The area covered by the new mayor will be Bristol, South Gloucestershire and Bath and North East Somerset. The latter two authorities have a mixture of urban and rural areas, contrasting with the sprawling metropolis* that is Bristol. As things stand, the Tories control South Glos and BaNES whilst Labour is in power in Bristol. In parliamentary terms, the Tories hold six seats to Labour’s three in the region.
As we’ve seen with results in Witney, Richmond Park and Sleaford, though, the results in 2015 are looking increasingly anomalous, particularly against the backdrop of Brexit (and Labour’s response to it.) Looking further back then and the picture was different: in 2010, Labour held two seats at Westminster, whilst we held three and the Tories held four. At council level, the Lib Dems were the administration in Bristol in 2010, and have historically been strong in both South Glos and Bath, where we took control in 2011.
The Supplemental Vote system means that there are two key tasks: first, ensure people know that the contest is between us and Tories. For those in Bristol, it may be strange thinking in these terms, where the battle lines have historically been drawn differently. Second, gain sufficient second preference votes to overhaul the Conservative candidate.
There is, of course, no magic bullet in doing this but we have three key weapons: our candidate, our members, and our renewed energy.
Our candidate is Stephen Williams, whose credentials for the position are vastly superior to any of the other candidates. He is a former Councillor, Lib Dem group leader, MP and coalition Minister. He knows the city of Bristol inside out, as well as much of the rest of the area, and his experience of both local government and the workings of Whitehall will be invaluable.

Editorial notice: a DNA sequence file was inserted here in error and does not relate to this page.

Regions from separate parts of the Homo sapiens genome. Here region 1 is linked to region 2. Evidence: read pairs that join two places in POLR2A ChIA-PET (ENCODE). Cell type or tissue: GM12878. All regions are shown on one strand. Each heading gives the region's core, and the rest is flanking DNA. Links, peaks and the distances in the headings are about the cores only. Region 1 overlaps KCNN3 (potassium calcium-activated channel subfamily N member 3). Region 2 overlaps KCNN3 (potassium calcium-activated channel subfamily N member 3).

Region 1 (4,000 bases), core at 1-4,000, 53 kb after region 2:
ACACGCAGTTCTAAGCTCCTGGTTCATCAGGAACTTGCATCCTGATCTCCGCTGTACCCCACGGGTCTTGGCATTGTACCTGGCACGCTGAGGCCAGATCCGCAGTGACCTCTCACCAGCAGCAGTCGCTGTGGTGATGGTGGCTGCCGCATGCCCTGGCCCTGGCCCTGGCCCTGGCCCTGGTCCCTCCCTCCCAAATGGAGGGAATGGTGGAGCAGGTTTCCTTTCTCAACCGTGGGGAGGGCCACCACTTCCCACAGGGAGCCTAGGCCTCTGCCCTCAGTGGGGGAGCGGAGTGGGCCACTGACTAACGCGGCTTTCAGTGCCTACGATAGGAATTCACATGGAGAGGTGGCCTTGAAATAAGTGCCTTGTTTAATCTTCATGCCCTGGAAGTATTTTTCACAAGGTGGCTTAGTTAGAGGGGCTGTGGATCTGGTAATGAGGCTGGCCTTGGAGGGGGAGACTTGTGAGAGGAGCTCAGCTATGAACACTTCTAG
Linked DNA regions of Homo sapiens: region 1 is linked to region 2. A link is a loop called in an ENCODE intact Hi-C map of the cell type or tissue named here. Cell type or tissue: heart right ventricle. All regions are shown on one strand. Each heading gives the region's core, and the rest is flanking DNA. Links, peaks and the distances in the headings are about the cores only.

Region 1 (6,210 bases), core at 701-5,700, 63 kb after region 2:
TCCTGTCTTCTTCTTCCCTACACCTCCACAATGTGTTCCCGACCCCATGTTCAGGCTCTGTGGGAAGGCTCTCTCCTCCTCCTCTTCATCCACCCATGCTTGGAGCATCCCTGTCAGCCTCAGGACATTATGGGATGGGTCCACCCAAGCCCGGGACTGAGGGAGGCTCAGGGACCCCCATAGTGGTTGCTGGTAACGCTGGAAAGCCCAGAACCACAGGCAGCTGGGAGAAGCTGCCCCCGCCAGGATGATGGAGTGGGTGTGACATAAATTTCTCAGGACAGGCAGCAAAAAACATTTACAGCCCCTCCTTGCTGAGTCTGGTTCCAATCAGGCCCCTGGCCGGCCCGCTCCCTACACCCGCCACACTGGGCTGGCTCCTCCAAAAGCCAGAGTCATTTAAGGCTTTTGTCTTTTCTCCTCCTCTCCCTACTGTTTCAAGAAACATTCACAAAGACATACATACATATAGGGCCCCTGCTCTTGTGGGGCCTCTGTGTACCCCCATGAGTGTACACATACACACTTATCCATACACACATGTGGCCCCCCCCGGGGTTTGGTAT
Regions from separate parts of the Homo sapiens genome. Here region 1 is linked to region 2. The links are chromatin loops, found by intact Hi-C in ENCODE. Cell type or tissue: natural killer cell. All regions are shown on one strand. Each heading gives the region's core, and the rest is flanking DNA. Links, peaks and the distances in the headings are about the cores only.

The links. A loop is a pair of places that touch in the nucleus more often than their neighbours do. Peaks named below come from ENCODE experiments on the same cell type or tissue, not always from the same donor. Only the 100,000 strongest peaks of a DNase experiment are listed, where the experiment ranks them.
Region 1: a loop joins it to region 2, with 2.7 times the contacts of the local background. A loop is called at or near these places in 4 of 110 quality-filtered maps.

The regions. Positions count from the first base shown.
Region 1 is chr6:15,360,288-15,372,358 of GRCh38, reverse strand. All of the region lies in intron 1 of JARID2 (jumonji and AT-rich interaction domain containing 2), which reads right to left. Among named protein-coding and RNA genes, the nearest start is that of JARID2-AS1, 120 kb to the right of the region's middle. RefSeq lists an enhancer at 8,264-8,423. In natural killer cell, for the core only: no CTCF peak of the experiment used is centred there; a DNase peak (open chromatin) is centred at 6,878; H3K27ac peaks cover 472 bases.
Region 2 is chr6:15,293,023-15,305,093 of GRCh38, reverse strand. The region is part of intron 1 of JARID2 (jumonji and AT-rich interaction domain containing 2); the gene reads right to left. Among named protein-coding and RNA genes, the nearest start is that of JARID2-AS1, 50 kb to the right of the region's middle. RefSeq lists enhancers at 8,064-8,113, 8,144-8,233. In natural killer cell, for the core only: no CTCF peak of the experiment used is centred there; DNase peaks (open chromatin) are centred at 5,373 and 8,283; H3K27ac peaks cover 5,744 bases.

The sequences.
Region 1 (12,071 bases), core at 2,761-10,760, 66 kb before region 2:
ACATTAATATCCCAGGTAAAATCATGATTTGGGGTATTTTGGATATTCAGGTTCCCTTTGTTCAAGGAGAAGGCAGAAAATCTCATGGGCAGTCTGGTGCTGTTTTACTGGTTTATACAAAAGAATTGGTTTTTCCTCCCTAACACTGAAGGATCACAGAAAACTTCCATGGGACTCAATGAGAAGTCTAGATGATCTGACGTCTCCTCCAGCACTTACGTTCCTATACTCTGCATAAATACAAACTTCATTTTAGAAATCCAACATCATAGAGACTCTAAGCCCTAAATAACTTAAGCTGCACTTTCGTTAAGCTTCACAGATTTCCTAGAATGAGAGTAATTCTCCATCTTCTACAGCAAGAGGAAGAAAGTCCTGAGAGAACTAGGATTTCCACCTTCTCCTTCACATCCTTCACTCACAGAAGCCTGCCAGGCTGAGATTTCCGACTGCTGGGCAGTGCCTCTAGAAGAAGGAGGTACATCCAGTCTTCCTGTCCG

Over the past two years, our membership in Bristol has more than doubled, just as it’s increased across the country. With these new members come fresh ideas, and a rejuvenating enthusiasm. The result of the General Election, Brexit and Trump have motivated new members to take action, and this has helped energise those of us who are longer in the tooth.
Online and offline, there is a real enthusiasm for action within the party. This is one of the main drivers for our success in council by election after council by election all across the country. Week after week, we demonstrate that we can take seats from all comers. The West of England Metro Mayor presents a high profile opportunity to underline that point.
We can give the Tories a bloody nose, challenge May’s pursuit of a hard and harmful Brexit, and remind them that despite the result in 2015 they cannot take the West Country for granted. We are up for the fight, and up for delivering a famous victory.
You can follow and support Stephen’s campaign via his Facebook page and you can follow him on Twitter. Members and supporters can also join an online virtual HQ. Finally, you can donate here.
*some poetic licence may have been employed here.

Thursday, 12 January 2017

Cross post from Lib Dem Voice: Brexit means... Keeping Mum

The following was first published on Lib Dem Voice, here.




Brexit means Brexit… The oft repeated mantra has become as synonymous with Theresa May as Major’s “Back to Basics”, Blair’s “Education, Education, Education” and Cameron’s “Compassionate Conservatism”. Like those, the phrase has become something of a joke – not helped by the assonance of the words “Brexit” and “Breakfast”, and the trap this has provided to ministers and commentators alike. So far, so funny, so harmless. Well, not harmless, but there is a world of difference between soundbites and actual policy. Originally “Brexit means Brexit” seemed designed to simultaneously pander to those who want a hard Brexit, whilst leaving the government leeway to work out what to do.